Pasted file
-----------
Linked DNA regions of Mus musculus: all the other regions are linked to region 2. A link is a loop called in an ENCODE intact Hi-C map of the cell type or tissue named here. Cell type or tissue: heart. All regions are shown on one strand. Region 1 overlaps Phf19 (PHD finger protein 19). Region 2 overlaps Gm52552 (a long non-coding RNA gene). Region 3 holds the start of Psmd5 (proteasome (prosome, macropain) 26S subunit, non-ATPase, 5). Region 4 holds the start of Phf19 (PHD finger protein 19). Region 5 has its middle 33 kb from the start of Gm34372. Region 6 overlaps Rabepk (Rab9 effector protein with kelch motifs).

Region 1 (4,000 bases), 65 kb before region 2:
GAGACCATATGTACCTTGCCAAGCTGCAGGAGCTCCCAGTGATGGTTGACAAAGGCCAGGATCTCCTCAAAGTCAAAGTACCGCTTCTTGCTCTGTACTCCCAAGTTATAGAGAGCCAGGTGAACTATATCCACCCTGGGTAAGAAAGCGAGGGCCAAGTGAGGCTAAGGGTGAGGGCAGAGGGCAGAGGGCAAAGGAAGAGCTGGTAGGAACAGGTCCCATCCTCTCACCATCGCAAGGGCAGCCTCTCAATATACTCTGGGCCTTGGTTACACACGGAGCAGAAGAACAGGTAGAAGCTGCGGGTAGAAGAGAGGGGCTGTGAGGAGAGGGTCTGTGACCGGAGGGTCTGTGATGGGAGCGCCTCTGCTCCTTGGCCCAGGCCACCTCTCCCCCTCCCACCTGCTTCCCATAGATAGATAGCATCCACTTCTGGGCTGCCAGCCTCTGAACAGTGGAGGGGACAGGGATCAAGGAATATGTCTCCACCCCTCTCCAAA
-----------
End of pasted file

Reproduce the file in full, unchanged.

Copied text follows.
Linked DNA regions of Mus musculus: all the other regions are linked to region 2. A link is a loop called in an ENCODE intact Hi-C map of the cell type or tissue named here. Cell type or tissue: heart. All regions are shown on one strand. Region 1 overlaps Phf19 (PHD finger protein 19). Region 2 overlaps Gm52552 (a long non-coding RNA gene). Region 3 holds the start of Psmd5 (proteasome (prosome, macropain) 26S subunit, non-ATPase, 5). Region 4 holds the start of Phf19 (PHD finger protein 19). Region 5 has its middle 33 kb from the start of Gm34372. Region 6 overlaps Rabepk (Rab9 effector protein with kelch motifs).

Region 1 (4,000 bases), 65 kb before region 2:
GAGACCATATGTACCTTGCCAAGCTGCAGGAGCTCCCAGTGATGGTTGACAAAGGCCAGGATCTCCTCAAAGTCAAAGTACCGCTTCTTGCTCTGTACTCCCAAGTTATAGAGAGCCAGGTGAACTATATCCACCCTGGGTAAGAAAGCGAGGGCCAAGTGAGGCTAAGGGTGAGGGCAGAGGGCAGAGGGCAAAGGAAGAGCTGGTAGGAACAGGTCCCATCCTCTCACCATCGCAAGGGCAGCCTCTCAATATACTCTGGGCCTTGGTTACACACGGAGCAGAAGAACAGGTAGAAGCTGCGGGTAGAAGAGAGGGGCTGTGAGGAGAGGGTCTGTGACCGGAGGGTCTGTGATGGGAGCGCCTCTGCTCCTTGGCCCAGGCCACCTCTCCCCCTCCCACCTGCTTCCCATAGATAGATAGCATCCACTTCTGGGCTGCCAGCCTCTGAACAGTGGAGGGGACAGGGATCAAGGAATATGTCTCCACCCCTCTCCAAA